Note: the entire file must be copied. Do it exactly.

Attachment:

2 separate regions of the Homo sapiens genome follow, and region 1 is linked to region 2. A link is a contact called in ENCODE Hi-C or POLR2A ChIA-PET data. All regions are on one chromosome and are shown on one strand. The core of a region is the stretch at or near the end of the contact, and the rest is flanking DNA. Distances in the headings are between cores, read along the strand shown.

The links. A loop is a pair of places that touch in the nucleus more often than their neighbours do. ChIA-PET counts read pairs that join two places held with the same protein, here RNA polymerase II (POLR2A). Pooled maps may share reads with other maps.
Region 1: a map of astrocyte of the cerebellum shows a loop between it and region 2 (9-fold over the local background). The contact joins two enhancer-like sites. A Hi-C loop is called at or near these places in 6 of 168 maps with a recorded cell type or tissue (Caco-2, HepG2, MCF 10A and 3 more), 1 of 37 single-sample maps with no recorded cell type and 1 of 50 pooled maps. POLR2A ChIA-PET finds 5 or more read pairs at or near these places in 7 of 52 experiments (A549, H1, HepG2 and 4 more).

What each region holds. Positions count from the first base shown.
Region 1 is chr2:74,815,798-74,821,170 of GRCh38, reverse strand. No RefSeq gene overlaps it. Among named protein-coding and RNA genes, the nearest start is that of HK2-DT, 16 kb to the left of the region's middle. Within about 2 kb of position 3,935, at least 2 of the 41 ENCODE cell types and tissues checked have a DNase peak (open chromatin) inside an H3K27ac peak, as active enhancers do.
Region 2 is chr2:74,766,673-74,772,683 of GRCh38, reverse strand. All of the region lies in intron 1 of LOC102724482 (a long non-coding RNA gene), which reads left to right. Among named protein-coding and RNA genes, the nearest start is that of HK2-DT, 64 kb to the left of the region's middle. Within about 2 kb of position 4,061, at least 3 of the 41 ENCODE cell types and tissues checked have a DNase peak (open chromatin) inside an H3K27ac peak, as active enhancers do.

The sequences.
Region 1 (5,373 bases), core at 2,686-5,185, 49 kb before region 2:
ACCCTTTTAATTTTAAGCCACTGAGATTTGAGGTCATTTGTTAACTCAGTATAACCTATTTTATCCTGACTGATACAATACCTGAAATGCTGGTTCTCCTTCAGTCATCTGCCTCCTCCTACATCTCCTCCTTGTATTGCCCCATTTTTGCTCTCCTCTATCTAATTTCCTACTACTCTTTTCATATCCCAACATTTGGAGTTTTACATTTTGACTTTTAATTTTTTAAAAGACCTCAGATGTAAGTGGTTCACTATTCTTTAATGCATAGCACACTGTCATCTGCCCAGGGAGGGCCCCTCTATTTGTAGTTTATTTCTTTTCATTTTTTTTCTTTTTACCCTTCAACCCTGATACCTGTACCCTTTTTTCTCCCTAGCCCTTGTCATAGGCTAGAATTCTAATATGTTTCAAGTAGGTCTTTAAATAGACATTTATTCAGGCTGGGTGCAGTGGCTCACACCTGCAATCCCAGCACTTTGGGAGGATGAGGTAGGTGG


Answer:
2 separate regions of the Homo sapiens genome follow, and region 1 is linked to region 2. A link is a contact called in ENCODE Hi-C or POLR2A ChIA-PET data. All regions are on one chromosome and are shown on one strand. The core of a region is the stretch at or near the end of the contact, and the rest is flanking DNA. Distances in the headings are between cores, read along the strand shown.

The links. A loop is a pair of places that touch in the nucleus more often than their neighbours do. ChIA-PET counts read pairs that join two places held with the same protein, here RNA polymerase II (POLR2A). Pooled maps may share reads with other maps.
Region 1: a map of astrocyte of the cerebellum shows a loop between it and region 2 (9-fold over the local background). The contact joins two enhancer-like sites. A Hi-C loop is called at or near these places in 6 of 168 maps with a recorded cell type or tissue (Caco-2, HepG2, MCF 10A and 3 more), 1 of 37 single-sample maps with no recorded cell type and 1 of 50 pooled maps. POLR2A ChIA-PET finds 5 or more read pairs at or near these places in 7 of 52 experiments (A549, H1, HepG2 and 4 more).

What each region holds. Positions count from the first base shown.
Region 1 is chr2:74,815,798-74,821,170 of GRCh38, reverse strand. No RefSeq gene overlaps it. Among named protein-coding and RNA genes, the nearest start is that of HK2-DT, 16 kb to the left of the region's middle. Within about 2 kb of position 3,935, at least 2 of the 41 ENCODE cell types and tissues checked have a DNase peak (open chromatin) inside an H3K27ac peak, as active enhancers do.
Region 2 is chr2:74,766,673-74,772,683 of GRCh38, reverse strand. All of the region lies in intron 1 of LOC102724482 (a long non-coding RNA gene), which reads left to right. Among named protein-coding and RNA genes, the nearest start is that of HK2-DT, 64 kb to the left of the region's middle. Within about 2 kb of position 4,061, at least 3 of the 41 ENCODE cell types and tissues checked have a DNase peak (open chromatin) inside an H3K27ac peak, as active enhancers do.

The sequences.
Region 1 (5,373 bases), core at 2,686-5,185, 49 kb before region 2:
ACCCTTTTAATTTTAAGCCACTGAGATTTGAGGTCATTTGTTAACTCAGTATAACCTATTTTATCCTGACTGATACAATACCTGAAATGCTGGTTCTCCTTCAGTCATCTGCCTCCTCCTACATCTCCTCCTTGTATTGCCCCATTTTTGCTCTCCTCTATCTAATTTCCTACTACTCTTTTCATATCCCAACATTTGGAGTTTTACATTTTGACTTTTAATTTTTTAAAAGACCTCAGATGTAAGTGGTTCACTATTCTTTAATGCATAGCACACTGTCATCTGCCCAGGGAGGGCCCCTCTATTTGTAGTTTATTTCTTTTCATTTTTTTTCTTTTTACCCTTCAACCCTGATACCTGTACCCTTTTTTCTCCCTAGCCCTTGTCATAGGCTAGAATTCTAATATGTTTCAAGTAGGTCTTTAAATAGACATTTATTCAGGCTGGGTGCAGTGGCTCACACCTGCAATCCCAGCACTTTGGGAGGATGAGGTAGGTGG